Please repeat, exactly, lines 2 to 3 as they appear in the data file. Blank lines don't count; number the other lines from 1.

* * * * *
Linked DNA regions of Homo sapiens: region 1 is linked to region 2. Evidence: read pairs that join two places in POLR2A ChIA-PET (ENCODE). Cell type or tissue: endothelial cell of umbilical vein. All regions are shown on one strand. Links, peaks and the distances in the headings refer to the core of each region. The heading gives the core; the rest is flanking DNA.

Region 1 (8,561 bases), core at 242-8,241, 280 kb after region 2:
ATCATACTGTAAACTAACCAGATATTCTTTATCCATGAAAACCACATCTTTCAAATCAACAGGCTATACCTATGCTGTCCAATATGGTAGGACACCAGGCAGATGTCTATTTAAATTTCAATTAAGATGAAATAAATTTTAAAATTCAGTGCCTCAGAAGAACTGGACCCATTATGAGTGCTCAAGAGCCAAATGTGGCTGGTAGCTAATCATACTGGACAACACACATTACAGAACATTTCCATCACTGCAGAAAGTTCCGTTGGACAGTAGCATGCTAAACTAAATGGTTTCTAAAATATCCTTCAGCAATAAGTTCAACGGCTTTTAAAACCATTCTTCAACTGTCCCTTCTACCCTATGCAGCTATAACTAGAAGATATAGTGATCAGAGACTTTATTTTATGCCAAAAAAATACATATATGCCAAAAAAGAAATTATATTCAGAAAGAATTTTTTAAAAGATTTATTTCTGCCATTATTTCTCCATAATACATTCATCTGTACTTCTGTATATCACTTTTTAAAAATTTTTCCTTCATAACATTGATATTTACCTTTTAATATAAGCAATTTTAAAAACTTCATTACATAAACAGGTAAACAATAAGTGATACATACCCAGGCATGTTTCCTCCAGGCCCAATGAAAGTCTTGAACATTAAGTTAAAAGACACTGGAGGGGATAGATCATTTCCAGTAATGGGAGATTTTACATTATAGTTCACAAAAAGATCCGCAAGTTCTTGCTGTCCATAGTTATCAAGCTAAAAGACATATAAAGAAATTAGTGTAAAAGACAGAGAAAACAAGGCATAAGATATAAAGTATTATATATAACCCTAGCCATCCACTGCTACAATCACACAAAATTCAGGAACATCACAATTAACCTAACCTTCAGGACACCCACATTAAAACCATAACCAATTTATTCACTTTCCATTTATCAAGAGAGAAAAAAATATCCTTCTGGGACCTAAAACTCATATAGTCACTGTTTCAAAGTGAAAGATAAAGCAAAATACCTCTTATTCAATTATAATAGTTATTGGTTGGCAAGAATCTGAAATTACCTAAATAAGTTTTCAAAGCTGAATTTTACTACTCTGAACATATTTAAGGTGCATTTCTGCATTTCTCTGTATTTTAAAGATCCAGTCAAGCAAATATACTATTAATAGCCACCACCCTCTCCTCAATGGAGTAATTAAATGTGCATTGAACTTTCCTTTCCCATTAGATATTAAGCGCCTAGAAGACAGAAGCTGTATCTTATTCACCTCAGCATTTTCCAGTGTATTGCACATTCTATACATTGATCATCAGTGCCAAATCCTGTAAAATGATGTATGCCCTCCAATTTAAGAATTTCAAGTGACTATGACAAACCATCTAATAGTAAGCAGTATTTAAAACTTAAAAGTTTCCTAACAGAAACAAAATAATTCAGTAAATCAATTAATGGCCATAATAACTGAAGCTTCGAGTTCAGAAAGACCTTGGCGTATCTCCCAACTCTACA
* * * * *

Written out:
Region 1 (8,561 bases), core at 242-8,241, 280 kb after region 2:
ATCATACTGTAAACTAACCAGATATTCTTTATCCATGAAAACCACATCTTTCAAATCAACAGGCTATACCTATGCTGTCCAATATGGTAGGACACCAGGCAGATGTCTATTTAAATTTCAATTAAGATGAAATAAATTTTAAAATTCAGTGCCTCAGAAGAACTGGACCCATTATGAGTGCTCAAGAGCCAAATGTGGCTGGTAGCTAATCATACTGGACAACACACATTACAGAACATTTCCATCACTGCAGAAAGTTCCGTTGGACAGTAGCATGCTAAACTAAATGGTTTCTAAAATATCCTTCAGCAATAAGTTCAACGGCTTTTAAAACCATTCTTCAACTGTCCCTTCTACCCTATGCAGCTATAACTAGAAGATATAGTGATCAGAGACTTTATTTTATGCCAAAAAAATACATATATGCCAAAAAAGAAATTATATTCAGAAAGAATTTTTTAAAAGATTTATTTCTGCCATTATTTCTCCATAATACATTCATCTGTACTTCTGTATATCACTTTTTAAAAATTTTTCCTTCATAACATTGATATTTACCTTTTAATATAAGCAATTTTAAAAACTTCATTACATAAACAGGTAAACAATAAGTGATACATACCCAGGCATGTTTCCTCCAGGCCCAATGAAAGTCTTGAACATTAAGTTAAAAGACACTGGAGGGGATAGATCATTTCCAGTAATGGGAGATTTTACATTATAGTTCACAAAAAGATCCGCAAGTTCTTGCTGTCCATAGTTATCAAGCTAAAAGACATATAAAGAAATTAGTGTAAAAGACAGAGAAAACAAGGCATAAGATATAAAGTATTATATATAACCCTAGCCATCCACTGCTACAATCACACAAAATTCAGGAACATCACAATTAACCTAACCTTCAGGACACCCACATTAAAACCATAACCAATTTATTCACTTTCCATTTATCAAGAGAGAAAAAAATATCCTTCTGGGACCTAAAACTCATATAGTCACTGTTTCAAAGTGAAAGATAAAGCAAAATACCTCTTATTCAATTATAATAGTTATTGGTTGGCAAGAATCTGAAATTACCTAAATAAGTTTTCAAAGCTGAATTTTACTACTCTGAACATATTTAAGGTGCATTTCTGCATTTCTCTGTATTTTAAAGATCCAGTCAAGCAAATATACTATTAATAGCCACCACCCTCTCCTCAATGGAGTAATTAAATGTGCATTGAACTTTCCTTTCCCATTAGATATTAAGCGCCTAGAAGACAGAAGCTGTATCTTATTCACCTCAGCATTTTCCAGTGTATTGCACATTCTATACATTGATCATCAGTGCCAAATCCTGTAAAATGATGTATGCCCTCCAATTTAAGAATTTCAAGTGACTATGACAAACCATCTAATAGTAAGCAGTATTTAAAACTTAAAAGTTTCCTAACAGAAACAAAATAATTCAGTAAATCAATTAATGGCCATAATAACTGAAGCTTCGAGTTCAGAAAGACCTTGGCGTATCTCCCAACTCTACA